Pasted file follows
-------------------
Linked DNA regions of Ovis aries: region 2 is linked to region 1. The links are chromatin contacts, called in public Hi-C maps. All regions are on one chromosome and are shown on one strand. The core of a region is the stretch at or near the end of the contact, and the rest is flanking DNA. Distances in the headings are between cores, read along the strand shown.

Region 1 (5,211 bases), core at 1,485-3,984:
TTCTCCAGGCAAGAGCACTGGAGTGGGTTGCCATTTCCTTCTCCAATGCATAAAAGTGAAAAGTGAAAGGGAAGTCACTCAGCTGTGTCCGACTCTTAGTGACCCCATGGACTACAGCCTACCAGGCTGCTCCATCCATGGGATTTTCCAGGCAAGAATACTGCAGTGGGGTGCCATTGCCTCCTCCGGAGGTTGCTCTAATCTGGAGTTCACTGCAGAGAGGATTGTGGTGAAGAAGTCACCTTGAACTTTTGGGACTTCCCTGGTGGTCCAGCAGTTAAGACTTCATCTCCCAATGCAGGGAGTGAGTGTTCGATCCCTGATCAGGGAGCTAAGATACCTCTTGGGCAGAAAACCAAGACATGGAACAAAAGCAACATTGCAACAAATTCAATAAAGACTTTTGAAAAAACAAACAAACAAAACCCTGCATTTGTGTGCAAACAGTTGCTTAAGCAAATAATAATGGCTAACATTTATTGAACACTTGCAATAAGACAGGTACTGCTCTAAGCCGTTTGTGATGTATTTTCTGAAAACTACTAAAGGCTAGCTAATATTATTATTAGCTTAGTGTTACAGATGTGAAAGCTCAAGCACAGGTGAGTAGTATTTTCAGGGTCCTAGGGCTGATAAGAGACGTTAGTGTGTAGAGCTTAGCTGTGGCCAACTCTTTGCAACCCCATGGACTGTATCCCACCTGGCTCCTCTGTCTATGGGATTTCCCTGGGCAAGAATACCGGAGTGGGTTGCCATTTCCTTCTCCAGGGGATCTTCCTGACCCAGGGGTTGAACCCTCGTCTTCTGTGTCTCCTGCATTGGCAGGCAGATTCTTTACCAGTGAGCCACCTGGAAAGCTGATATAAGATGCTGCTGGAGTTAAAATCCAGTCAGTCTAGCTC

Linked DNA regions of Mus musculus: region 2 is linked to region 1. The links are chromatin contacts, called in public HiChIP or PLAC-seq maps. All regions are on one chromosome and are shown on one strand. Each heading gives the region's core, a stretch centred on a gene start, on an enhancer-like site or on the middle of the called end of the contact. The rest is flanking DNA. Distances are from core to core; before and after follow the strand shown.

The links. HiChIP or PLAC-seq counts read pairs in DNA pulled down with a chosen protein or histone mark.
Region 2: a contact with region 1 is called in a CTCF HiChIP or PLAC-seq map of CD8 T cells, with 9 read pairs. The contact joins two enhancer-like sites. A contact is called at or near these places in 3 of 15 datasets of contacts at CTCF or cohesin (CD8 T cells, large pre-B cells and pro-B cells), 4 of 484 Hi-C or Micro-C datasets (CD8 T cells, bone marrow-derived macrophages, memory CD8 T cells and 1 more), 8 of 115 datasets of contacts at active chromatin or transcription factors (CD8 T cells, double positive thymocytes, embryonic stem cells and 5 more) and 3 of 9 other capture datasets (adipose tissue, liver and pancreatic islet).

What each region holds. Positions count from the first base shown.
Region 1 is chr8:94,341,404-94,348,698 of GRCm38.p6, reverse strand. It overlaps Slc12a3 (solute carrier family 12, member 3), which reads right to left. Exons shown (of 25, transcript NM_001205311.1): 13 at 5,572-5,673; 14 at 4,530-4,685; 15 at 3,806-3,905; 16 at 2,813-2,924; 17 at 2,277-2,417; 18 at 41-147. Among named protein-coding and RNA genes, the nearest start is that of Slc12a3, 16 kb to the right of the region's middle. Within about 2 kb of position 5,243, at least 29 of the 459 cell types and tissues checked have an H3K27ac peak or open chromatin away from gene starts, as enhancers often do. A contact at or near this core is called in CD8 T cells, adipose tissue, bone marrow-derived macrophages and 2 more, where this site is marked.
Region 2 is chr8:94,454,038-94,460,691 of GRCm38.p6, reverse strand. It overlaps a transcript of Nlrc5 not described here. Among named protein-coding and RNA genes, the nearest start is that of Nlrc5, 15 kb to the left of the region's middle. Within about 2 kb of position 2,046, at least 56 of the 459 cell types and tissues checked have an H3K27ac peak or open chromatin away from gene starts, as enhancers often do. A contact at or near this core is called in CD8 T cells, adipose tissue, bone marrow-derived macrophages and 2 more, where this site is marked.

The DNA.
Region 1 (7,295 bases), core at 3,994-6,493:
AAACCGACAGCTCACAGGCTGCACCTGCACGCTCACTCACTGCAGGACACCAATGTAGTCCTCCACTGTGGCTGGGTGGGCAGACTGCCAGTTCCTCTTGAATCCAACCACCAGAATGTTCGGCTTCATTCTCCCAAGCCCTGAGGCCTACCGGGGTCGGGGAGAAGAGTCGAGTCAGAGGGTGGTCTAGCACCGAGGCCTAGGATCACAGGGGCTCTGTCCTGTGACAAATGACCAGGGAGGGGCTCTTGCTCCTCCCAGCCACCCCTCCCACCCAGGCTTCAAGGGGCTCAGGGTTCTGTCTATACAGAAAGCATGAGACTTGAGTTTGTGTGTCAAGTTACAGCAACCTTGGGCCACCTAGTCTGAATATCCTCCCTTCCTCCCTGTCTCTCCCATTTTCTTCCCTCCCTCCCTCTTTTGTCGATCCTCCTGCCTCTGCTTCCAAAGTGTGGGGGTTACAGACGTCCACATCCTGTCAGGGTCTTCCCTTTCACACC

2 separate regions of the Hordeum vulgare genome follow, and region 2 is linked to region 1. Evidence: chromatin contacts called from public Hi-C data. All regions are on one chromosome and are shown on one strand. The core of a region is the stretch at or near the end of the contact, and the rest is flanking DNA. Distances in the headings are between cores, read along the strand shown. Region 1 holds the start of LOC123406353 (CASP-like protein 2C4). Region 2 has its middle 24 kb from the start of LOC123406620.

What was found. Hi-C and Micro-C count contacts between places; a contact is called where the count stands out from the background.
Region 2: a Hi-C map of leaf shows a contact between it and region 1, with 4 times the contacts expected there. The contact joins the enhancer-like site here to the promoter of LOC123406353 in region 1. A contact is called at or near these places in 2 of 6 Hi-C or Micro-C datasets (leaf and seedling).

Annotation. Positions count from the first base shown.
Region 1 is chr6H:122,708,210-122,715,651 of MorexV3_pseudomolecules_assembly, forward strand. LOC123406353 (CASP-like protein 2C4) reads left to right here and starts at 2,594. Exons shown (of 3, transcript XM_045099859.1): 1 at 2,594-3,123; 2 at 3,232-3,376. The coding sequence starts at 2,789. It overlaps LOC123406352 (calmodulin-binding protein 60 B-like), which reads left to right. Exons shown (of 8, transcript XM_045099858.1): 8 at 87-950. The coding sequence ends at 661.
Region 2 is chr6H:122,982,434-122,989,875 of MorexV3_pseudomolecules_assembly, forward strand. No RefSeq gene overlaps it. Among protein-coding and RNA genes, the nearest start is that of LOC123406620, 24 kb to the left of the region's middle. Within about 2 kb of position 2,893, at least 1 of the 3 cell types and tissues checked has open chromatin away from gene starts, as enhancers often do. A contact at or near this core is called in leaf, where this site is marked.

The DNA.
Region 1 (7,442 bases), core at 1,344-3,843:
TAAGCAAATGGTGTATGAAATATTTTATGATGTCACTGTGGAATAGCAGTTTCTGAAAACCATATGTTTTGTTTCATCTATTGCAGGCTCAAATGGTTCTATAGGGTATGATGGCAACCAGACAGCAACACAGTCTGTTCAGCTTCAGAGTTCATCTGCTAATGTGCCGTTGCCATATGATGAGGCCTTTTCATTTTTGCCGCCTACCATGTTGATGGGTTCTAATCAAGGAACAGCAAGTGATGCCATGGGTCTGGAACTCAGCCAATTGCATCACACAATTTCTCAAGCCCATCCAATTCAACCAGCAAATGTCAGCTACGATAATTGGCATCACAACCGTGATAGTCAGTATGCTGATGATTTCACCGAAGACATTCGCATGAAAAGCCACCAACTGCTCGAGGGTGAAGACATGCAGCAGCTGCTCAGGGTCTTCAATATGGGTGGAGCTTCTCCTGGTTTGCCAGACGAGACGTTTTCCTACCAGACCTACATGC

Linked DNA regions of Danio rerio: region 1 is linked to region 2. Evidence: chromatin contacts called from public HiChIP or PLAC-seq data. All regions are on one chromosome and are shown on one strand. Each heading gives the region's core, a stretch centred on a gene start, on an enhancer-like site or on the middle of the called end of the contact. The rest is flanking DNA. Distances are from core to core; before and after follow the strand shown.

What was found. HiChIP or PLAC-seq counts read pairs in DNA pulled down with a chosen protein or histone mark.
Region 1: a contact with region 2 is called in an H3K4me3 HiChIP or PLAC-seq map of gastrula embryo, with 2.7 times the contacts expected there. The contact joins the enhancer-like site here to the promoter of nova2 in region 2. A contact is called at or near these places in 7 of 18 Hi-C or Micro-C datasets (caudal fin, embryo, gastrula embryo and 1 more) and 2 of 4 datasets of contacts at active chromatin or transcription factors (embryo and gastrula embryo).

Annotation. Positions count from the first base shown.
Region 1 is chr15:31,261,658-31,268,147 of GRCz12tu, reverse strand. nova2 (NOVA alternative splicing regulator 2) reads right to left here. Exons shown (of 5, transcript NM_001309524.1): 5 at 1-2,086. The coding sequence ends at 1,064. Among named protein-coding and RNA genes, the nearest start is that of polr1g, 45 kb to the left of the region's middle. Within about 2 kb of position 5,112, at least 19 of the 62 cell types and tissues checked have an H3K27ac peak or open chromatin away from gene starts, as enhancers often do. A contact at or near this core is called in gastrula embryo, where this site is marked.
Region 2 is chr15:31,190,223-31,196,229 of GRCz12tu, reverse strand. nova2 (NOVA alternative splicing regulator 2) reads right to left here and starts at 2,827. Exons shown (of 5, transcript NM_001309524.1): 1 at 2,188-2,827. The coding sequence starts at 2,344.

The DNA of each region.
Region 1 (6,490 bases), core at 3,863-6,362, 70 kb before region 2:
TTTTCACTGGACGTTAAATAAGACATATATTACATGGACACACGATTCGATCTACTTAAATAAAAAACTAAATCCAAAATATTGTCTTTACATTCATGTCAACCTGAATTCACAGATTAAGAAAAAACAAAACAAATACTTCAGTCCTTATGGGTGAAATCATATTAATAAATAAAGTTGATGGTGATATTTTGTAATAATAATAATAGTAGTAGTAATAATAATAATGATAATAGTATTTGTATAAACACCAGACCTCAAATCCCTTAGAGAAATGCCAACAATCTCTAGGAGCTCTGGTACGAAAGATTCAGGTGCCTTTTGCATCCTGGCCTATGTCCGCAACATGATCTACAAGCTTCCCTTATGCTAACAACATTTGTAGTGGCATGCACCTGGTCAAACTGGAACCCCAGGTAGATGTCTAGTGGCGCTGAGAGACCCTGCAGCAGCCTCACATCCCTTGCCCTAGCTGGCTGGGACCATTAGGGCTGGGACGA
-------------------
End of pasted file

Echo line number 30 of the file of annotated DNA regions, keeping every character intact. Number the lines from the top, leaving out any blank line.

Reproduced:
TTTTCACTGGACGTTAAATAAGACATATATTACATGGACACACGATTCGATCTACTTAAATAAAAAACTAAATCCAAAATATTGTCTTTACATTCATGTCAACCTGAATTCACAGATTAAGAAAAAACAAAACAAATACTTCAGTCCTTATGGGTGAAATCATATTAATAAATAAAGTTGATGGTGATATTTTGTAATAATAATAATAGTAGTAGTAATAATAATAATGATAATAGTATTTGTATAAACACCAGACCTCAAATCCCTTAGAGAAATGCCAACAATCTCTAGGAGCTCTGGTACGAAAGATTCAGGTGCCTTTTGCATCCTGGCCTATGTCCGCAACATGATCTACAAGCTTCCCTTATGCTAACAACATTTGTAGTGGCATGCACCTGGTCAAACTGGAACCCCAGGTAGATGTCTAGTGGCGCTGAGAGACCCTGCAGCAGCCTCACATCCCTTGCCCTAGCTGGCTGGGACCATTAGGGCTGGGACGA